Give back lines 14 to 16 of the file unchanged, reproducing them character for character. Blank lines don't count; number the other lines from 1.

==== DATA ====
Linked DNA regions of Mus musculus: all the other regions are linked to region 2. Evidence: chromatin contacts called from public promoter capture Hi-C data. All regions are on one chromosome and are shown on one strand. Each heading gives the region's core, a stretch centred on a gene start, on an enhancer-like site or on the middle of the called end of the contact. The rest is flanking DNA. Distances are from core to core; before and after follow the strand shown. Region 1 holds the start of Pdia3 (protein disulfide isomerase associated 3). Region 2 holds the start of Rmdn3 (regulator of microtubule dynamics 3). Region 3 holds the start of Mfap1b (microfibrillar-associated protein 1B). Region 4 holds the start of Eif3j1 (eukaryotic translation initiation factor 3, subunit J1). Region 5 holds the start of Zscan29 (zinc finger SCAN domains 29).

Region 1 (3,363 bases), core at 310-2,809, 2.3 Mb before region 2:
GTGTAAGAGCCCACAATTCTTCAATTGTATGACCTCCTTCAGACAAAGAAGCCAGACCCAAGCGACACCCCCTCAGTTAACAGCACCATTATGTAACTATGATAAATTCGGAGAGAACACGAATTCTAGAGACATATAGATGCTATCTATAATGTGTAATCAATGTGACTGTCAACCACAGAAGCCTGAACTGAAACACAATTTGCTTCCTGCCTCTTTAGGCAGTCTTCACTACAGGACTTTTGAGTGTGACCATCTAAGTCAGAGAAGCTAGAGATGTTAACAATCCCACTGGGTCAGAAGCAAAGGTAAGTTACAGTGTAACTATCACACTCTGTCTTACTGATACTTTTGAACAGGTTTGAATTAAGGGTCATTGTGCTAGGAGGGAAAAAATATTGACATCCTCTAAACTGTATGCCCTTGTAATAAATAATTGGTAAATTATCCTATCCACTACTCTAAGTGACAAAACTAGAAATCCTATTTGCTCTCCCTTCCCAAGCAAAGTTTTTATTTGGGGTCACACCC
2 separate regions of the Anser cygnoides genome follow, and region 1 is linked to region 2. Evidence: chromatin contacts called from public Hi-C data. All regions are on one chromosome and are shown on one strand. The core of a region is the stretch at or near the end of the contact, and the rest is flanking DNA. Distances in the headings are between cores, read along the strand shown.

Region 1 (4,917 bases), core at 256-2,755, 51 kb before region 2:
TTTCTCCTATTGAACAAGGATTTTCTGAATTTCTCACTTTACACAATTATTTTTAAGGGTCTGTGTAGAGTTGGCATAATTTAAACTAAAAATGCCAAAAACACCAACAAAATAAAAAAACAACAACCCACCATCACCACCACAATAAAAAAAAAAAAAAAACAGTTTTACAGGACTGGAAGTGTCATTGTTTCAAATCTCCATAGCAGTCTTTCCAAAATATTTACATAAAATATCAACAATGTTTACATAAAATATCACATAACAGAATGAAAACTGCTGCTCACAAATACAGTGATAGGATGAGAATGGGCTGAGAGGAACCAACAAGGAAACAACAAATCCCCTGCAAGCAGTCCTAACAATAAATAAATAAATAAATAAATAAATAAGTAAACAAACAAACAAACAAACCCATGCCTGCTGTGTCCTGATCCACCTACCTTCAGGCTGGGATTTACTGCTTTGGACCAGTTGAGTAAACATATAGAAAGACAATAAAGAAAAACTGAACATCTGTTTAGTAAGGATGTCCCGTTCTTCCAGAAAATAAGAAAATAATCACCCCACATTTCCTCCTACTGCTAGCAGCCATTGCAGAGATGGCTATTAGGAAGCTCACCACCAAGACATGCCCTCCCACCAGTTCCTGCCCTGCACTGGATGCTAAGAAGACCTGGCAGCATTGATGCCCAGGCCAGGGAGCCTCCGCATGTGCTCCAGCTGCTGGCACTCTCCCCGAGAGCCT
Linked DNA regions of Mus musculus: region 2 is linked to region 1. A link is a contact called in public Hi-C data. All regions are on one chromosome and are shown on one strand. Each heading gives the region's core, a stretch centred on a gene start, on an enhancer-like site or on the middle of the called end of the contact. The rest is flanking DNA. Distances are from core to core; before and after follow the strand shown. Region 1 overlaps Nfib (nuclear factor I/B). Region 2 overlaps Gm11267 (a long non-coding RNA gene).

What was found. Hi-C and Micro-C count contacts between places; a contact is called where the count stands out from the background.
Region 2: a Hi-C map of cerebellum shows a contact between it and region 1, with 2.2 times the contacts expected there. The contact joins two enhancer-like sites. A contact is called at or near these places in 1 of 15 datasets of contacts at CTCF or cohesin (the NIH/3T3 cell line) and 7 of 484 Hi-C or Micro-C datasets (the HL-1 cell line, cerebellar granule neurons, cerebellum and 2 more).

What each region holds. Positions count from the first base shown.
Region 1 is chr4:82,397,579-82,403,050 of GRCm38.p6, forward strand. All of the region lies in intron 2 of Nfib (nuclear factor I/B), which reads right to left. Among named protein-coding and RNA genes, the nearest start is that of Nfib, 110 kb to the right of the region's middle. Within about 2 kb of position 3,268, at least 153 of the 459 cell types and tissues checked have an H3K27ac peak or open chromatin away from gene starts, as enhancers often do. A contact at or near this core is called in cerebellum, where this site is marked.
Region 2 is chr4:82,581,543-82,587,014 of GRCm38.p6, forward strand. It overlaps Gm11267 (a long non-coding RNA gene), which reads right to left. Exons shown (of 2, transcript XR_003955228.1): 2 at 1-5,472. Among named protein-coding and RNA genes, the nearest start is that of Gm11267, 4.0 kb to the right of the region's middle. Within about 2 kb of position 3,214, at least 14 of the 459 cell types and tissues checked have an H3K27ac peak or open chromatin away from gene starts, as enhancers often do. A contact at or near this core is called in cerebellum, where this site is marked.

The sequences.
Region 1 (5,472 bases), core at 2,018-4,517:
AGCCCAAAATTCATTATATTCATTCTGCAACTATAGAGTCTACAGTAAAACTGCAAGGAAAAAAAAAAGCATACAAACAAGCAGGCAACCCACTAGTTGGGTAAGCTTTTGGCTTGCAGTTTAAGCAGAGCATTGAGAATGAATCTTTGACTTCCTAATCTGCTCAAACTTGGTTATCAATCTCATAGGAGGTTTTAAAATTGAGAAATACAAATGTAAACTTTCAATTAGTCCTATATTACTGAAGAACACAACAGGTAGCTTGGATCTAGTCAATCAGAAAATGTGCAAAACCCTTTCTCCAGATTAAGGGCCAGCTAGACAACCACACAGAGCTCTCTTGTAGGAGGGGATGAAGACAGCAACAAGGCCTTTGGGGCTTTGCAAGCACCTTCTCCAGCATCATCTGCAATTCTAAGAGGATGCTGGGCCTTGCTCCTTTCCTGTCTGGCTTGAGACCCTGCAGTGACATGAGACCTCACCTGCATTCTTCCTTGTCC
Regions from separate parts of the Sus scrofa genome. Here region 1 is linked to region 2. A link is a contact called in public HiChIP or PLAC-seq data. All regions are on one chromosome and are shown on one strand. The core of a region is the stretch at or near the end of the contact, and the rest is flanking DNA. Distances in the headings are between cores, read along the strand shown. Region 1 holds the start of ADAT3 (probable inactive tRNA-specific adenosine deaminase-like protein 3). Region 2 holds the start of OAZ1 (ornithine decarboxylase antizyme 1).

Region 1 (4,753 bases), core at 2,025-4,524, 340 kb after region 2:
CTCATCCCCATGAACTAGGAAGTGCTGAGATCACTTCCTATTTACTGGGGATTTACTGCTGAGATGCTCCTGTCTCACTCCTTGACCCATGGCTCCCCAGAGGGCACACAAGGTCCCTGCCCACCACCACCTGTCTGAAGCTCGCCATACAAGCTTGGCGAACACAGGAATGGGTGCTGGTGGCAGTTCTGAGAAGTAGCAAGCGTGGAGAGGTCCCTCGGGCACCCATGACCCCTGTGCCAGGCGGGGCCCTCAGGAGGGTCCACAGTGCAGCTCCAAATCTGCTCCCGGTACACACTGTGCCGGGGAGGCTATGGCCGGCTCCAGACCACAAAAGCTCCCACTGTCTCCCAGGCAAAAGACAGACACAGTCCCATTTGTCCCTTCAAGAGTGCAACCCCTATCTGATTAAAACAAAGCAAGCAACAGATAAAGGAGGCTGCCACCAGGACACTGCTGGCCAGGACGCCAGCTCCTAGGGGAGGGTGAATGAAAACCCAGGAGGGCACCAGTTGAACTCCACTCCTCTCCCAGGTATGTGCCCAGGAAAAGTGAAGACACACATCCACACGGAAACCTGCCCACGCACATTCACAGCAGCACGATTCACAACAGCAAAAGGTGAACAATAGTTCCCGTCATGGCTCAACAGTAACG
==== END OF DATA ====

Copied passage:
Region 1 (5,472 bases), core at 2,018-4,517:
AGCCCAAAATTCATTATATTCATTCTGCAACTATAGAGTCTACAGTAAAACTGCAAGGAAAAAAAAAAGCATACAAACAAGCAGGCAACCCACTAGTTGGGTAAGCTTTTGGCTTGCAGTTTAAGCAGAGCATTGAGAATGAATCTTTGACTTCCTAATCTGCTCAAACTTGGTTATCAATCTCATAGGAGGTTTTAAAATTGAGAAATACAAATGTAAACTTTCAATTAGTCCTATATTACTGAAGAACACAACAGGTAGCTTGGATCTAGTCAATCAGAAAATGTGCAAAACCCTTTCTCCAGATTAAGGGCCAGCTAGACAACCACACAGAGCTCTCTTGTAGGAGGGGATGAAGACAGCAACAAGGCCTTTGGGGCTTTGCAAGCACCTTCTCCAGCATCATCTGCAATTCTAAGAGGATGCTGGGCCTTGCTCCTTTCCTGTCTGGCTTGAGACCCTGCAGTGACATGAGACCTCACCTGCATTCTTCCTTGTCC
Regions from separate parts of the Sus scrofa genome. Here region 1 is linked to region 2. A link is a contact called in public HiChIP or PLAC-seq data. All regions are on one chromosome and are shown on one strand. The core of a region is the stretch at or near the end of the contact, and the rest is flanking DNA. Distances in the headings are between cores, read along the strand shown. Region 1 holds the start of ADAT3 (probable inactive tRNA-specific adenosine deaminase-like protein 3). Region 2 holds the start of OAZ1 (ornithine decarboxylase antizyme 1).